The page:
The Labour leader has appealed to opposition leaders and Tory rebels to back his plan to bring down the Government with a no-confidence vote, extend the Brexit deadline beyond October 31 and force a snap general election.
The SNP, Plaid Cymru and Tory MP Guto Bebb have all signalled they could support the plan.
But the Lib Dems swiftly dismissed it, saying Mr Corbyn was the wrong person for the job and instead suggested the longest continuously serving male and female MPs for the task.
Ms Harman, the former Labour deputy leader, has told friends that she is also prepared to stand, if Jeremy Corbyn is unable to form a government.
‘The Leader of the Opposition should be the first to try to take over and form an interim government to extend Article 50. If Parliament does not back that, then it is for whoever can command confidence of the House,’ she told friends, according to the Sun.
Energy minister Kwasi Kwarteng said he thought it would be ‘an odd thing’ for Mr Clarke to take the helm at the age of 79.
‘I’m 44 years old. He was an MP before I was born. He’s been around for a long time,’ Mr Kwarteng told Today.
‘I think it would be an odd thing for him to lead a unity government, you know. I think he’s nearly 80.’
Ms Swinson has come under pressure from other opposition leaders including SNP leader Nicola Sturgeon to rethink her rejection of Mr Corbyn’s plan.
The Lib Dem leader later wrote to Mr Corbyn to suggest they meet ‘in the coming days’ to work on a no-deal prevention plan.
Senior Remain-supporting Tories Dominic Grieve, Dame Caroline Spelman and Sir Oliver Letwin, as well as independent MP Nick Boles, have also agreed to meet Mr Corbyn.
But Dame Caroline and the Independent Group for Change ruled out support for any Corbyn government.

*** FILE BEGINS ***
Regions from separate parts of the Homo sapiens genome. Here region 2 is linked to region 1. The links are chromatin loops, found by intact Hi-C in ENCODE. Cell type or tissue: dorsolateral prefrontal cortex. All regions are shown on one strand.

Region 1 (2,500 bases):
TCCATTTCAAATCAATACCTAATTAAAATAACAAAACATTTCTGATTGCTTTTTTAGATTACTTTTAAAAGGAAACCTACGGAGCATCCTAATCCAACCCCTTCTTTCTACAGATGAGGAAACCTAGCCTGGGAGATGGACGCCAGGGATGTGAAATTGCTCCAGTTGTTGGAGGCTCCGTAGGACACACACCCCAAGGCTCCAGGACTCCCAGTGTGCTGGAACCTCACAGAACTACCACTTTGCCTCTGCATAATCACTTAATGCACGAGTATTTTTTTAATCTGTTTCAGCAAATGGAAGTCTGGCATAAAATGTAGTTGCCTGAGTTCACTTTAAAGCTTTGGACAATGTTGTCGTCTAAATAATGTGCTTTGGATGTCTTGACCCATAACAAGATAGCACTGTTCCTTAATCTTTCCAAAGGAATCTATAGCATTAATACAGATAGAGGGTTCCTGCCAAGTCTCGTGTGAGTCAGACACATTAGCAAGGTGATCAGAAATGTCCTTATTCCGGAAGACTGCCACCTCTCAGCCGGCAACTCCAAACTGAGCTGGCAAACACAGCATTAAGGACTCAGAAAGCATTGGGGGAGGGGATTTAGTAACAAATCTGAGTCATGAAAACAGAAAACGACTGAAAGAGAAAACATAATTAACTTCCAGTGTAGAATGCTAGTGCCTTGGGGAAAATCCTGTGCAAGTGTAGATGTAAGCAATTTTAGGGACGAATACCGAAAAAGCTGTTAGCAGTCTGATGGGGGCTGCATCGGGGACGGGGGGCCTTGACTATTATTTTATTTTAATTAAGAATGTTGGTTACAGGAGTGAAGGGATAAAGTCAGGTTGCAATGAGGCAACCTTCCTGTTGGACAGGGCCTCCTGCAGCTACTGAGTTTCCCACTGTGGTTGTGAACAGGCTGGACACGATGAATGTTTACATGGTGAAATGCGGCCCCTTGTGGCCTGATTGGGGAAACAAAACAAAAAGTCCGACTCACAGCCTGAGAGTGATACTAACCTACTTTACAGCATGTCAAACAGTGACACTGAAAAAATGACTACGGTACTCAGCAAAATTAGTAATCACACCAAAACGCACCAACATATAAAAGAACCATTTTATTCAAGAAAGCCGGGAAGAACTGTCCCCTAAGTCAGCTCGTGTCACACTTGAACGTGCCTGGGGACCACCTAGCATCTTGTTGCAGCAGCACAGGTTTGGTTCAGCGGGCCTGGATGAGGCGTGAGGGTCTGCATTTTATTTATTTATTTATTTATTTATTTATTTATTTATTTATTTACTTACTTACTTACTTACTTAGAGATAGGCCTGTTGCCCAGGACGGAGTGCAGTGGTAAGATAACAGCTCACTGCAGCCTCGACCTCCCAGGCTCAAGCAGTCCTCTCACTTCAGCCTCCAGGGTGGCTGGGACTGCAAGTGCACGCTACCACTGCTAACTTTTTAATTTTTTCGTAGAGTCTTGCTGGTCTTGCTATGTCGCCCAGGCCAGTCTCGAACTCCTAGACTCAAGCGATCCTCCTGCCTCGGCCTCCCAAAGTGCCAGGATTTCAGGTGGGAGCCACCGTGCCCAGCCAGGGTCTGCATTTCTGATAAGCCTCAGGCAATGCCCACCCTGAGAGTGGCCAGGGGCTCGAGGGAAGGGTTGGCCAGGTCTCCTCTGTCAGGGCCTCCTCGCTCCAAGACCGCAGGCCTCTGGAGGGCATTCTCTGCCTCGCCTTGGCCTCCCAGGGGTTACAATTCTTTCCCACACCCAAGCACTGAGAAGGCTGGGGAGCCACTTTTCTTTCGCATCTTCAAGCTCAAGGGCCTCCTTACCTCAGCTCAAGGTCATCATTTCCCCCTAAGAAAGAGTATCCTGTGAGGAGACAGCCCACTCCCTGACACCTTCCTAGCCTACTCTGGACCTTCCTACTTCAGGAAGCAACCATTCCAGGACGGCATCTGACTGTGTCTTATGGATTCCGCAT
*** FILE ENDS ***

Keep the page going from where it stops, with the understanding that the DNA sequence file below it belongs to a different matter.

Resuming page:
Meanwhile, Chancellor Sajid Javid was to become the first senior member of Mr Johnson’s Government to meet with an EU leader to discuss Brexit, during a trip to Berlin on Friday to see German finance minister Olaf Scholz.
Despite the deadline looming, the Prime Minister has refused to meet the bloc’s leaders for discussions on a new deal unless they agree to scrap the Irish backstop.
The letter sent by Jeremy Corbyn setting out how he intends to stop a No Deal Brexit
Sir Oliver has faced criticism from his constituency over his decision to meet with Mr Corbyn. Guto Bebb, a fourth Tory former minister, yesterday suggested he would favour a temporary Jeremy Corbyn-led government over a No Deal split
Dominic Grieve (pictured in July) is one of three sitting Tory MPs along with Dame Caroline Spelman and Sir Oliver Letwin to have agreed to meet with Jeremy Corbyn to discuss his anti-No Deal plans
It came as it emerged that Mr Johnson is laying the groundwork to make sure the EU’s legal supremacy over UK law ends immediately when Britain leaves the bloc.
The House of Commons voted to repeal the European Communities Act (ECA) of 1972 last year but an order to actually implement that vote was never made when Theresa May was in office as Brexit was delayed.
The Times reported this morning that Stephen Barclay, the Brexit Secretary, will sign the so-called ‘commencement order’ in the coming days which means the ECA will be scrapped in the immediate aftermath of October 31.
The move has delighted Tory Brexiteers who said implementing the decision to repeal the legislation was ‘well overdue’.
Hammond facing vote of no confidence over anti-No Deal stance
Former chancellor Philip Hammond faces the prospect of a vote of no confidence in his Surrey constituency because of his ardent anti-No Deal Brexit stance.
Mr Hammond coordinated a show of strength from Tory Remainers earlier this week as he attacked Boris Johnson’s Brexit strategy and vowed to fight the UK leaving the EU without an agreement.
But his outspoken opposition to No Deal has reportedly gone down badly with some of the members of the Conservative Association in his Runnymede and Weybridge seat.
Party insiders told The Telegraph that many activists were ‘not best pleased’ at Mr Hammond working against Mr Johnson and there was ‘no doubt’ tensions would boil over in the near future.
It came as senior allies of Mr Johnson savaged Mr Hammond and accused him of being ‘patronising and misleading’.
Iain Duncan Smith, who served as Mr Johnson’s campaign chairman during the Tory leadership race, said Mr Hammond was talking ‘utter nonsense’ over his attempts to interpret what people were voting for at the EU referendum in 2016.